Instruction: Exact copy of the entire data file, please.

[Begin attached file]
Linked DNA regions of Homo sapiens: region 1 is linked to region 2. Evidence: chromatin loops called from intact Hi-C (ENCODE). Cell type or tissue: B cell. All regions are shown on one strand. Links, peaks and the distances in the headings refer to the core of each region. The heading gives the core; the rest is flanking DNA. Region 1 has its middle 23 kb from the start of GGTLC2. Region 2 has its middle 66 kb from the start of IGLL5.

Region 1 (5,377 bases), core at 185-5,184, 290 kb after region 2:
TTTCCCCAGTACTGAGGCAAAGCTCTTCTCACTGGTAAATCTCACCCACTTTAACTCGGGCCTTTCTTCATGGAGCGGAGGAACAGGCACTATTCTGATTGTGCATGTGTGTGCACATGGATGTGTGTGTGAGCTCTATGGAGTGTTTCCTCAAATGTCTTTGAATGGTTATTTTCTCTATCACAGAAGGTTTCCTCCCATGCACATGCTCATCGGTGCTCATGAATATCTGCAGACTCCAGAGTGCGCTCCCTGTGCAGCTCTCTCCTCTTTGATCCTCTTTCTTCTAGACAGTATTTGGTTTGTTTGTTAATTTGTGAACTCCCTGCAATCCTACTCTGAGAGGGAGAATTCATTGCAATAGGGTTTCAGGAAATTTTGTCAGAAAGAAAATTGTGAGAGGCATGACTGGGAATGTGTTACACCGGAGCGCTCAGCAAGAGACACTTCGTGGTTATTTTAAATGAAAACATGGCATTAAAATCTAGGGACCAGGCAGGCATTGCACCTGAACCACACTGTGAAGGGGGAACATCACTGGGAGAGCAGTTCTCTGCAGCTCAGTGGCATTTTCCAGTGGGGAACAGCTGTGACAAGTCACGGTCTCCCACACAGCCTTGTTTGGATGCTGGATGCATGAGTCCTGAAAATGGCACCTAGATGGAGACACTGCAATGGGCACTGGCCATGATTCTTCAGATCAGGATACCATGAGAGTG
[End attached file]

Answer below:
Linked DNA regions of Homo sapiens: region 1 is linked to region 2. Evidence: chromatin loops called from intact Hi-C (ENCODE). Cell type or tissue: B cell. All regions are shown on one strand. Links, peaks and the distances in the headings refer to the core of each region. The heading gives the core; the rest is flanking DNA. Region 1 has its middle 23 kb from the start of GGTLC2. Region 2 has its middle 66 kb from the start of IGLL5.

Region 1 (5,377 bases), core at 185-5,184, 290 kb after region 2:
TTTCCCCAGTACTGAGGCAAAGCTCTTCTCACTGGTAAATCTCACCCACTTTAACTCGGGCCTTTCTTCATGGAGCGGAGGAACAGGCACTATTCTGATTGTGCATGTGTGTGCACATGGATGTGTGTGTGAGCTCTATGGAGTGTTTCCTCAAATGTCTTTGAATGGTTATTTTCTCTATCACAGAAGGTTTCCTCCCATGCACATGCTCATCGGTGCTCATGAATATCTGCAGACTCCAGAGTGCGCTCCCTGTGCAGCTCTCTCCTCTTTGATCCTCTTTCTTCTAGACAGTATTTGGTTTGTTTGTTAATTTGTGAACTCCCTGCAATCCTACTCTGAGAGGGAGAATTCATTGCAATAGGGTTTCAGGAAATTTTGTCAGAAAGAAAATTGTGAGAGGCATGACTGGGAATGTGTTACACCGGAGCGCTCAGCAAGAGACACTTCGTGGTTATTTTAAATGAAAACATGGCATTAAAATCTAGGGACCAGGCAGGCATTGCACCTGAACCACACTGTGAAGGGGGAACATCACTGGGAGAGCAGTTCTCTGCAGCTCAGTGGCATTTTCCAGTGGGGAACAGCTGTGACAAGTCACGGTCTCCCACACAGCCTTGTTTGGATGCTGGATGCATGAGTCCTGAAAATGGCACCTAGATGGAGACACTGCAATGGGCACTGGCCATGATTCTTCAGATCAGGATACCATGAGAGTG